• Preferred Provided Organization plans. Preferred Provided Organizations (PPO) allow you to pay less for specific services if you stay within your network. These services induce doctors’ visits, hospital visits and other health care services.
  • Special Needs Plans (SNPS). SNPs includes unique health care for a limited group of people. This limited group includes people with both Medicare and Medicaid, those who live in a nursing home, and/or those who are living with chronic medical conditions.
  • Private fee-for-Service plans. The Private fee-for-Service Plans (PFFS) allow you to go to just about any doctor, hospital and/or health care provider, just like you would be able to if you have the OGM plan. Your PFFS plan will help you determine how much it will be paying for these visits, and how much you will be paying when you go to these visits.
  • Medical Savings Account plans. Your Medical Savings Account plan (MSA) will combine a bank account with a “high-deductible health plan.” Medicare will deposit money into this account, and you will be able to use it to pay for your health care services. However, drug coverage is not offered by MSA plan. You will have to get Part D in order to acquire prescription drug coverage.

 

Essentially, you will find that a Medicare Advantage plan will cover most of what the OGM plan will cover, with exception to the hospice care. With Medicare Advantage plans, you will be covered for all types of emergency care. The only way in which you will be unable to receive these services while out-of-network is if you are no longer in the country.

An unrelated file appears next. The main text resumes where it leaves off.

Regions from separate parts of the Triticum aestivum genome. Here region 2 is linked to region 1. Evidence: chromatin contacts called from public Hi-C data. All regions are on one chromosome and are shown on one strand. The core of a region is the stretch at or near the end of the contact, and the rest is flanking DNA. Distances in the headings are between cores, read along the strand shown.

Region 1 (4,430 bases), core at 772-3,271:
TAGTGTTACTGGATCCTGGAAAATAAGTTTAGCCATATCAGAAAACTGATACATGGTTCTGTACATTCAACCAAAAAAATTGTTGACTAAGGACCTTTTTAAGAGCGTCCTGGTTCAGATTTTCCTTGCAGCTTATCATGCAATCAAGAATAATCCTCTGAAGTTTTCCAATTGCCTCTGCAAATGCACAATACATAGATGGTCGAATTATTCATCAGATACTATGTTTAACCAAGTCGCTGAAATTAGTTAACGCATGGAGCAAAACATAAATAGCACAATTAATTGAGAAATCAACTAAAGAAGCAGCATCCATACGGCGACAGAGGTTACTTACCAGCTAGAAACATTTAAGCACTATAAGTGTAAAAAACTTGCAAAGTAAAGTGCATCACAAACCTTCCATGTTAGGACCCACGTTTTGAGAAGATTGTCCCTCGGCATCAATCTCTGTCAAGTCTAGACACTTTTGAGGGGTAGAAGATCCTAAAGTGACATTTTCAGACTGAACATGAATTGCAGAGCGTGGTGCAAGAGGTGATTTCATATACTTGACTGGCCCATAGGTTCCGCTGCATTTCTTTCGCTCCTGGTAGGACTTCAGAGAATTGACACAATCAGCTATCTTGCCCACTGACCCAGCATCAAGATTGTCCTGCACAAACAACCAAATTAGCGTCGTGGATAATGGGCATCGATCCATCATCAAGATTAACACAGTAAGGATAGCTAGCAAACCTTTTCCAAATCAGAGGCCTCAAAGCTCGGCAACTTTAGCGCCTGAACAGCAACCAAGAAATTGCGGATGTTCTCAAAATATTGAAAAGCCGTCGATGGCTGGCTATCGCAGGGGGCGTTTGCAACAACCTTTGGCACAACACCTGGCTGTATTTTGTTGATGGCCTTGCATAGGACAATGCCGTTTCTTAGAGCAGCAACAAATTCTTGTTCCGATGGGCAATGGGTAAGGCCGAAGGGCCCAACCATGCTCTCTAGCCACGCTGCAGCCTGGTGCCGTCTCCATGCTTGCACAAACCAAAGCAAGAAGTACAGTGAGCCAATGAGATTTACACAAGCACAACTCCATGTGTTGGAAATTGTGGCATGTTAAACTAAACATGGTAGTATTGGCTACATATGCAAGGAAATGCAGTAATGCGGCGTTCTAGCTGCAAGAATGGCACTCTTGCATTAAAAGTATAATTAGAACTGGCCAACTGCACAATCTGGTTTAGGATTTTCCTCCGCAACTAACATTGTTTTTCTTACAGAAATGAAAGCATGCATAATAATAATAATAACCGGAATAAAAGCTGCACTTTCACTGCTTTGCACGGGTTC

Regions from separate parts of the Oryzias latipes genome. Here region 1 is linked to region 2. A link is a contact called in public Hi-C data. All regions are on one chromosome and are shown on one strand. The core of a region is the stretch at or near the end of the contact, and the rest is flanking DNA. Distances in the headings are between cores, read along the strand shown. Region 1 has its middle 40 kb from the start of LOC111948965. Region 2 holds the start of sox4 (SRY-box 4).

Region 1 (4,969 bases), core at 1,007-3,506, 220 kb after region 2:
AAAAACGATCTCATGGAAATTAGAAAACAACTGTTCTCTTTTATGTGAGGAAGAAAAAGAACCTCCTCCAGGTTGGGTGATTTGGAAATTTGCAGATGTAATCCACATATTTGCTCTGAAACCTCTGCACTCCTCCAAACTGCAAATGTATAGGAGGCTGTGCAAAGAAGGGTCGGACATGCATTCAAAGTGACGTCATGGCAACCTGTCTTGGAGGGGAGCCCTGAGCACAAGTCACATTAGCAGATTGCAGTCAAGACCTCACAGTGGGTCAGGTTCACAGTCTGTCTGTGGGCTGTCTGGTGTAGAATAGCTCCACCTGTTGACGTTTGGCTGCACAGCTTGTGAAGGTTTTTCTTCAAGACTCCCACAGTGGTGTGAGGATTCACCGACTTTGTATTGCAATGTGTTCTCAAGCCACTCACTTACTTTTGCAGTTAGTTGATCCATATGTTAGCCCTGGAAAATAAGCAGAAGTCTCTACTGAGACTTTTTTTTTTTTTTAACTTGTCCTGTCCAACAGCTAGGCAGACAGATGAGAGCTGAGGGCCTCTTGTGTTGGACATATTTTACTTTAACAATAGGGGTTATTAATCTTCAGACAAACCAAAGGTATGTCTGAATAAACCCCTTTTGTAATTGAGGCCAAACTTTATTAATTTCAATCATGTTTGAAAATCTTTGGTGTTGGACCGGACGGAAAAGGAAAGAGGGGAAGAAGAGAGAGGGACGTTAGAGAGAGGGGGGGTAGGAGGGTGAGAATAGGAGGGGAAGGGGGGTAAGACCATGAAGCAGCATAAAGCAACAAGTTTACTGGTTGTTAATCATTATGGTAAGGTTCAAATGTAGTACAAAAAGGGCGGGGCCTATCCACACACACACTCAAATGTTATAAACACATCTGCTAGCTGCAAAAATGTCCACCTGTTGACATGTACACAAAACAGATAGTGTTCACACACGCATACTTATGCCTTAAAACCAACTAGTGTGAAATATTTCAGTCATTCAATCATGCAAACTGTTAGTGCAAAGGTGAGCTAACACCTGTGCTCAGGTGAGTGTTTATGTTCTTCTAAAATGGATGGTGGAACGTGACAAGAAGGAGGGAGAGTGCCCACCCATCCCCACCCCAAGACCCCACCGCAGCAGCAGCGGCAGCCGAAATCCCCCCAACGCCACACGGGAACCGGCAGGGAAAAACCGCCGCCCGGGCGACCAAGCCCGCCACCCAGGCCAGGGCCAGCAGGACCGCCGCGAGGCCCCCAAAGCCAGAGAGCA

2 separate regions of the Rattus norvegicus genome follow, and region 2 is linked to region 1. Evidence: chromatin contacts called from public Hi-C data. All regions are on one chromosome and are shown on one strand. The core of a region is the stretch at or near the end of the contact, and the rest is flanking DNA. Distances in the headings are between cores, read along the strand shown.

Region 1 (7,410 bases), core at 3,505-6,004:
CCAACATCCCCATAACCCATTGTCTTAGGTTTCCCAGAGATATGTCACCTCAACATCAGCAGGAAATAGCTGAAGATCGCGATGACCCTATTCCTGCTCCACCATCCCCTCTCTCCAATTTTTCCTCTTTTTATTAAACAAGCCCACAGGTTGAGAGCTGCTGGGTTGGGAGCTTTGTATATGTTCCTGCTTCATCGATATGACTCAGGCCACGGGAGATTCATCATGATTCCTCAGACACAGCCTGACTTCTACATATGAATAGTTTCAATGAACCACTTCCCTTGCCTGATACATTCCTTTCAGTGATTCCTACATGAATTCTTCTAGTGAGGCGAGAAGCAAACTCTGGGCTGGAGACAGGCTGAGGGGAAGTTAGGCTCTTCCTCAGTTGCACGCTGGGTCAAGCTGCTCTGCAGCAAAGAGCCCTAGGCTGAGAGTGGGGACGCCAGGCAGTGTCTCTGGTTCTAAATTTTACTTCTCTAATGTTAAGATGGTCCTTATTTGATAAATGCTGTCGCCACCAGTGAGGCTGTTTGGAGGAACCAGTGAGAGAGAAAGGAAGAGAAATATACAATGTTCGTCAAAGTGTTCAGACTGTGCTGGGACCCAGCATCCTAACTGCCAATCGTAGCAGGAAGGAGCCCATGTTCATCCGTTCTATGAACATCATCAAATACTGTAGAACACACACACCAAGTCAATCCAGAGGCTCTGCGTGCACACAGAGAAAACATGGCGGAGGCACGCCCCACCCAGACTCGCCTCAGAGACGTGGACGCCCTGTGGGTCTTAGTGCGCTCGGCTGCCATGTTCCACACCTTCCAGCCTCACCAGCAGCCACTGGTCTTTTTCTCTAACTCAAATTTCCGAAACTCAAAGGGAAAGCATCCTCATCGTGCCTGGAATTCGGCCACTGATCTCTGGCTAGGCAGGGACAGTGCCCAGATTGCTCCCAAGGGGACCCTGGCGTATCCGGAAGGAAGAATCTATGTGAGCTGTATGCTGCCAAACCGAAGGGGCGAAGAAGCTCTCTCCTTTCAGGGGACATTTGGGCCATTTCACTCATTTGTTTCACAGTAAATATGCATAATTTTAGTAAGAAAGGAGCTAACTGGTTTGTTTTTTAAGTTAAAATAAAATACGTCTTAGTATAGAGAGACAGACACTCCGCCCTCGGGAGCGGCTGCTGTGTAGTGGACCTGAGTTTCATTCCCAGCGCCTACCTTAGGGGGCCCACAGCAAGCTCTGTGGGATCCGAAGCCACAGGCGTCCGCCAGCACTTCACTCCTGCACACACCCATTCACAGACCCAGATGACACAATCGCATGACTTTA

A benefit that Medicare Advantage offers, that is not offered by Original Medicare, is dental and vision care, as well as wellness programs.

One thing that is important to note is that there is no “right” or “wrong” Medicare plan. It’s just a matter of what is the best plan for you and your loved ones. Each Medicare plan has a lot of benefits that are available to you, so it is worth exploring what options are available to you based off of your current location.

When you’re more familiar with Medicare, you feel more at ease about signing up for your plan. And The Best Senior Services can help with that too. If you have any more questions about the differences within Medicare plans, don’t hesitate to contact TBSS today. Not only do we educate seniors about Medicare and other financial services, but we also connect you with local licensed agents who are more than happy to answer any of your questions and walk you through your options. You can get started with us by visiting our website or calling us at 855.979.8277 today.

 


The Differences in Medicare Plans